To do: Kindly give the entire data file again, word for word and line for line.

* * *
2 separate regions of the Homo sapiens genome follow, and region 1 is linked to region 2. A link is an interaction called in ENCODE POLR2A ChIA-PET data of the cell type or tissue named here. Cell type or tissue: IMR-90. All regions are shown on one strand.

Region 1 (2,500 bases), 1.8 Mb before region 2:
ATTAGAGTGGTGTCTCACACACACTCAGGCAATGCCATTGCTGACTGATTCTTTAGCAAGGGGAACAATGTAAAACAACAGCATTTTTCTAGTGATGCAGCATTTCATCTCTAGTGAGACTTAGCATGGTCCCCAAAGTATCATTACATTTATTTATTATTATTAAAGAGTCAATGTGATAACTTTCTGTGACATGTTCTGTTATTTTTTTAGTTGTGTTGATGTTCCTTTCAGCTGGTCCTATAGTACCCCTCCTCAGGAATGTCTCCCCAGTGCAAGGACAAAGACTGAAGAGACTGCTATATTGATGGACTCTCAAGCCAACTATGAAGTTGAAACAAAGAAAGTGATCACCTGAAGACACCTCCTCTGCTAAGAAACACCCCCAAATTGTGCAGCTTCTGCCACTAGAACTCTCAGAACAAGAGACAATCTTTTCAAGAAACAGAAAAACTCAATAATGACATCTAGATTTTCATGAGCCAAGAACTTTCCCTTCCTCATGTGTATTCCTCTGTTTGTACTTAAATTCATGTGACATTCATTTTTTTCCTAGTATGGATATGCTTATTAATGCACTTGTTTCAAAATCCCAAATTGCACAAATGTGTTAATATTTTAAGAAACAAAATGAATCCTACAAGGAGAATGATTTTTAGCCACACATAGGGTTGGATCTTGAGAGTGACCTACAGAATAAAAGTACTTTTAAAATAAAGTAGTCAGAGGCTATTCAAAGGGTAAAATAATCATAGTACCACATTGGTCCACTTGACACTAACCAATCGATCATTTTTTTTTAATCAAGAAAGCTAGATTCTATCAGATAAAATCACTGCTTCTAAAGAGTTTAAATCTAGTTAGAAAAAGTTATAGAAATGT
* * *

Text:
2 separate regions of the Homo sapiens genome follow, and region 1 is linked to region 2. A link is an interaction called in ENCODE POLR2A ChIA-PET data of the cell type or tissue named here. Cell type or tissue: IMR-90. All regions are shown on one strand.

Region 1 (2,500 bases), 1.8 Mb before region 2:
ATTAGAGTGGTGTCTCACACACACTCAGGCAATGCCATTGCTGACTGATTCTTTAGCAAGGGGAACAATGTAAAACAACAGCATTTTTCTAGTGATGCAGCATTTCATCTCTAGTGAGACTTAGCATGGTCCCCAAAGTATCATTACATTTATTTATTATTATTAAAGAGTCAATGTGATAACTTTCTGTGACATGTTCTGTTATTTTTTTAGTTGTGTTGATGTTCCTTTCAGCTGGTCCTATAGTACCCCTCCTCAGGAATGTCTCCCCAGTGCAAGGACAAAGACTGAAGAGACTGCTATATTGATGGACTCTCAAGCCAACTATGAAGTTGAAACAAAGAAAGTGATCACCTGAAGACACCTCCTCTGCTAAGAAACACCCCCAAATTGTGCAGCTTCTGCCACTAGAACTCTCAGAACAAGAGACAATCTTTTCAAGAAACAGAAAAACTCAATAATGACATCTAGATTTTCATGAGCCAAGAACTTTCCCTTCCTCATGTGTATTCCTCTGTTTGTACTTAAATTCATGTGACATTCATTTTTTTCCTAGTATGGATATGCTTATTAATGCACTTGTTTCAAAATCCCAAATTGCACAAATGTGTTAATATTTTAAGAAACAAAATGAATCCTACAAGGAGAATGATTTTTAGCCACACATAGGGTTGGATCTTGAGAGTGACCTACAGAATAAAAGTACTTTTAAAATAAAGTAGTCAGAGGCTATTCAAAGGGTAAAATAATCATAGTACCACATTGGTCCACTTGACACTAACCAATCGATCATTTTTTTTTAATCAAGAAAGCTAGATTCTATCAGATAAAATCACTGCTTCTAAAGAGTTTAAATCTAGTTAGAAAAAGTTATAGAAATGT